The early life and career of Vito Corleone in 1920s New York is portrayed while his son, Michael, expands and tightens his grip on his crime syndicate stretching from Lake Tahoe, Nevada to pre-revolution 1958 Cuba.
In the final instalment of the Godfather Trilogy, an aging Don Michael Corleone seeks to legitimize his crime family's interests and remove himself from the violent underworld but is kept back by the ambitions of the young. While he attempts to link the Corleone's finances with the Vatican, Michael must deal with the machinations of a hungrier gangster seeking to upset the existing Mafioso order and a young protoge's love affair with his daughter. Written by
Keith Loh <email@example.com>
Paramount tried to go ahead with the film for many years without Francis Ford Coppola, who had refused to make another sequel. About twelve scripts were written. Most of the scripts included the Corleone family being led by Michael's son Anthony, battling the CIA, Fidel Castro's Cuban government, or South American drug cartels. A 1978 draft by Mario Puzo dealt with Anthony Corleone being recruited by the CIA to assassinate a Latin American dictator. Dean Riesner also wrote a draft based on Puzo's ideas. Drafts were also written by Paramount producers Michael Eisner and Don Simpson. The film was scheduled for a Christmas 1980 release date. These scripts were discarded when Coppola decided to work on the script with Puzo. But Coppola eventually abandoned the project. Puzo wrote another script in 1986 with producer Nicholas Gage that featured Sonny Corleone's illegitimate son Vincent Mancini while showing the early life of the young Sonny Corleone. Paramount considered Sidney Lumet, 'Costa-Gavras', Alan J. Pakula, Robert Benton, Michael Cimino and Michael Mann to direct. At one point, they were even close to signing Sylvester Stallone to direct and star in the film. See more »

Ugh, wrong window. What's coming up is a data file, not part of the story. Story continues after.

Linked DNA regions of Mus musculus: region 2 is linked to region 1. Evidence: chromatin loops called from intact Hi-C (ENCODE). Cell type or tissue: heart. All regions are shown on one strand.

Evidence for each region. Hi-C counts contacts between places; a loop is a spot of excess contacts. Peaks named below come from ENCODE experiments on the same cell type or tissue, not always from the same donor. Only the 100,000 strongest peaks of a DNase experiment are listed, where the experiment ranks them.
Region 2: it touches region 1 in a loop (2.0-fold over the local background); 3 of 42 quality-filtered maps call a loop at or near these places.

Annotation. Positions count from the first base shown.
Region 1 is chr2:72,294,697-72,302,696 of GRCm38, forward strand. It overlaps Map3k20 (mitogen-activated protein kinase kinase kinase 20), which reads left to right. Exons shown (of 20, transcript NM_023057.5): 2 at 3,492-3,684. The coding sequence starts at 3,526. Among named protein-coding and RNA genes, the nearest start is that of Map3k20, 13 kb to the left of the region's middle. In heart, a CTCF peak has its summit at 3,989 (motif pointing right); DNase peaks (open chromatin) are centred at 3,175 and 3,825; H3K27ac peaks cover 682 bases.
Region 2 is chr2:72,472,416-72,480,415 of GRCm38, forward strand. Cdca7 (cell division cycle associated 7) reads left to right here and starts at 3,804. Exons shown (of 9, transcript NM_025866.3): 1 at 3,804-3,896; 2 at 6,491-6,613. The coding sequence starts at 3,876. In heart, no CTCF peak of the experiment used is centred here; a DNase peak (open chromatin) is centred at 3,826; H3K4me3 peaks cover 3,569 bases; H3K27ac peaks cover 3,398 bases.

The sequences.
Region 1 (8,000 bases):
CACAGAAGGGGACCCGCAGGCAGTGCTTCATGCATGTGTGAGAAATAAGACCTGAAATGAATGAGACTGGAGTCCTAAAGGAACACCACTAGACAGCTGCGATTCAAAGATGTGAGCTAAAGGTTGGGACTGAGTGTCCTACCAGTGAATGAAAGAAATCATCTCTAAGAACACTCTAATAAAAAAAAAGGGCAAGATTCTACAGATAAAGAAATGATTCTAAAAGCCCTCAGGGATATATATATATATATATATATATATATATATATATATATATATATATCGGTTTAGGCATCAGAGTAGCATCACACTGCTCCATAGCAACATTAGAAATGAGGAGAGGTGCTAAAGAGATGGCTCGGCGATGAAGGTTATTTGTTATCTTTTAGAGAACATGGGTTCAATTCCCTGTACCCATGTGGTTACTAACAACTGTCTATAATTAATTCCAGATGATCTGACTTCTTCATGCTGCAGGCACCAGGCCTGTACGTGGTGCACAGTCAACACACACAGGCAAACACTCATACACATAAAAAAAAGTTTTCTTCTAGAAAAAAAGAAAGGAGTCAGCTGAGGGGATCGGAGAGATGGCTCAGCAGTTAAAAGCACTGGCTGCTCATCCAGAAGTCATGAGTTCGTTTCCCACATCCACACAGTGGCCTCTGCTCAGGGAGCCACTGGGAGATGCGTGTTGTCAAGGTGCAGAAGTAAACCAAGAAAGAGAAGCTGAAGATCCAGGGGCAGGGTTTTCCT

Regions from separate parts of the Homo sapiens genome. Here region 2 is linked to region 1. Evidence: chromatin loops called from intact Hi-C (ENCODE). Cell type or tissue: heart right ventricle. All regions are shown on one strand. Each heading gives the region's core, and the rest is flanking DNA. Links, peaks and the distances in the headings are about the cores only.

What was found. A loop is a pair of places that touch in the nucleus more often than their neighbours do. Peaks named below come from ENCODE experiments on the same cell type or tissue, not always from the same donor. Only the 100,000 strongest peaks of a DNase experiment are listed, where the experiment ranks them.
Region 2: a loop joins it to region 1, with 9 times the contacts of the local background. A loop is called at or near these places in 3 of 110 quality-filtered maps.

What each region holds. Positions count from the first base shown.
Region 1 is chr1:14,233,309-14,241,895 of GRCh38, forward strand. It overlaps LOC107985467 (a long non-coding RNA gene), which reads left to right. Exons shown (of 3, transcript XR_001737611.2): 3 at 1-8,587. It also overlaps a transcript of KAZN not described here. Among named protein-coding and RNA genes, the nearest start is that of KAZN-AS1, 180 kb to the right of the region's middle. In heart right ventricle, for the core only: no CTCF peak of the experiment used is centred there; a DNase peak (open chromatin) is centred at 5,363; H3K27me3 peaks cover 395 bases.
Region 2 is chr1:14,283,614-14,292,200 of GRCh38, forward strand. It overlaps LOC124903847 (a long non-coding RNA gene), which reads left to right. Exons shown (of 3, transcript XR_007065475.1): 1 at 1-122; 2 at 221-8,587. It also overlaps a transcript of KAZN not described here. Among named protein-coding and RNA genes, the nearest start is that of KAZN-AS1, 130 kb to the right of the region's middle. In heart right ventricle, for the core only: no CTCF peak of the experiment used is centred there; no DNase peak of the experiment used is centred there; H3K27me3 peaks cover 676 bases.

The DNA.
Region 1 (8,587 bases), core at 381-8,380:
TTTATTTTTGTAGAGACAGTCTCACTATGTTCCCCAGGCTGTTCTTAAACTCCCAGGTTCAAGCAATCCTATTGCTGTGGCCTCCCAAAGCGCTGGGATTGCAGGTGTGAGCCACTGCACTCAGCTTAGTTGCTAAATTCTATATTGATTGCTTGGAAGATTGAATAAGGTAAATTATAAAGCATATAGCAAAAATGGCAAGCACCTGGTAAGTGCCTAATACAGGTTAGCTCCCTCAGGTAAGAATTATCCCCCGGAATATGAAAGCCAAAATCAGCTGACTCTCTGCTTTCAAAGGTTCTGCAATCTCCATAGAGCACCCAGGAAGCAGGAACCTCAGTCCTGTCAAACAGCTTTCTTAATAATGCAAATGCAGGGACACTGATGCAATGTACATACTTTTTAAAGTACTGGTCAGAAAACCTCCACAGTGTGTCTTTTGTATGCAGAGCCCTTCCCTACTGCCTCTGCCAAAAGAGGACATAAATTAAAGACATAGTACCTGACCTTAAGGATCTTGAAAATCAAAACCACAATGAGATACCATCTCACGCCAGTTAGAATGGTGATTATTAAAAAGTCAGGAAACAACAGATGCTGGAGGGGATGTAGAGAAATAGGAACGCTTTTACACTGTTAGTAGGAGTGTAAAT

After Vincent shoots Joey Zasa, he rides off on his horse. In the background a modern red car is seen sitting at the lights, next to a taxi. See more »
My dear children: It is now better than several years since I moved to New York, and I haven't seen you as much as I would like to. I hope you will come to the ceremony of papal honors given for my charitable work. The only wealth in this world is children; more than all the money, power on earth, you are my treasure.
See more »
I stayed away from this film for a long time, doing a dumb thing: listening to the well-known film critics.
When I finally got around to it, I was very surprised. It was a good film. Not great, not intense as the first two Godfather flicks, but definitely a lot better than advertised.
Many people said this was filled with anti-Roman Catholic propaganda, but I didn't it find that way. Yes, the "Vatican bank," whatever that is, was portrayed as not on the up-and-up, but it was a little confusing to follow, maybe too confusing to get offended! Actually, there were some positive things, religious-wise, with Al Pacino's character, who sought forgiveness for his past sins and made a few very profound statements such as, "What good is confession if it isn't followed by repentance?"
Anyway, Pacino's acting talents are the main attraction in the lower-key, more cerebral Godfather film. There isn't that much action but when it occurs, it's pretty violent. As with the other two films in the series, it's nicely photographed with a lot of nice brown tints.
Finally, director-writer Francis Ford Coppola took a lot of flak for putting his daughter in such an important role but I thought she (Sofia Coppola) was fine and - like this film - unfairly criticized.
227 of 308 people found this review helpful.
Was this review helpful to you?